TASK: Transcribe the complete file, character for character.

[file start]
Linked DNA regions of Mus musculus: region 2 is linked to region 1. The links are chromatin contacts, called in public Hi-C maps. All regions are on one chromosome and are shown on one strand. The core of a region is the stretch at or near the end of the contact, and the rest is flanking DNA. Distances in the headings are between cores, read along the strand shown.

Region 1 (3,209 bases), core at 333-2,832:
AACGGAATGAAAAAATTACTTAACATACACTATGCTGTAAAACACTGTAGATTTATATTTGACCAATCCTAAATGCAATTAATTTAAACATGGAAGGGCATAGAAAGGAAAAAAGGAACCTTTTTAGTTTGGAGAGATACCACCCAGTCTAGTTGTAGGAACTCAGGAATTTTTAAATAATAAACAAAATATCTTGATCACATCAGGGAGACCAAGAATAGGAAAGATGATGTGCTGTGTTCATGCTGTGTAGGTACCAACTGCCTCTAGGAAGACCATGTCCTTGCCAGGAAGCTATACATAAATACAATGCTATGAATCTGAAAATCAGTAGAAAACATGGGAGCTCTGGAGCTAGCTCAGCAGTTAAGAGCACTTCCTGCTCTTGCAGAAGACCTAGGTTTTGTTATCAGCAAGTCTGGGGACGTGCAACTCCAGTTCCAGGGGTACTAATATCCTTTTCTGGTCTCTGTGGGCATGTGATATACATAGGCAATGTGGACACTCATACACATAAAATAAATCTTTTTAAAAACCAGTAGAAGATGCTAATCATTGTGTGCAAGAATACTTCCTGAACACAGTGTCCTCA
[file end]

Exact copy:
Linked DNA regions of Mus musculus: region 2 is linked to region 1. The links are chromatin contacts, called in public Hi-C maps. All regions are on one chromosome and are shown on one strand. The core of a region is the stretch at or near the end of the contact, and the rest is flanking DNA. Distances in the headings are between cores, read along the strand shown.

Region 1 (3,209 bases), core at 333-2,832:
AACGGAATGAAAAAATTACTTAACATACACTATGCTGTAAAACACTGTAGATTTATATTTGACCAATCCTAAATGCAATTAATTTAAACATGGAAGGGCATAGAAAGGAAAAAAGGAACCTTTTTAGTTTGGAGAGATACCACCCAGTCTAGTTGTAGGAACTCAGGAATTTTTAAATAATAAACAAAATATCTTGATCACATCAGGGAGACCAAGAATAGGAAAGATGATGTGCTGTGTTCATGCTGTGTAGGTACCAACTGCCTCTAGGAAGACCATGTCCTTGCCAGGAAGCTATACATAAATACAATGCTATGAATCTGAAAATCAGTAGAAAACATGGGAGCTCTGGAGCTAGCTCAGCAGTTAAGAGCACTTCCTGCTCTTGCAGAAGACCTAGGTTTTGTTATCAGCAAGTCTGGGGACGTGCAACTCCAGTTCCAGGGGTACTAATATCCTTTTCTGGTCTCTGTGGGCATGTGATATACATAGGCAATGTGGACACTCATACACATAAAATAAATCTTTTTAAAAACCAGTAGAAGATGCTAATCATTGTGTGCAAGAATACTTCCTGAACACAGTGTCCTCA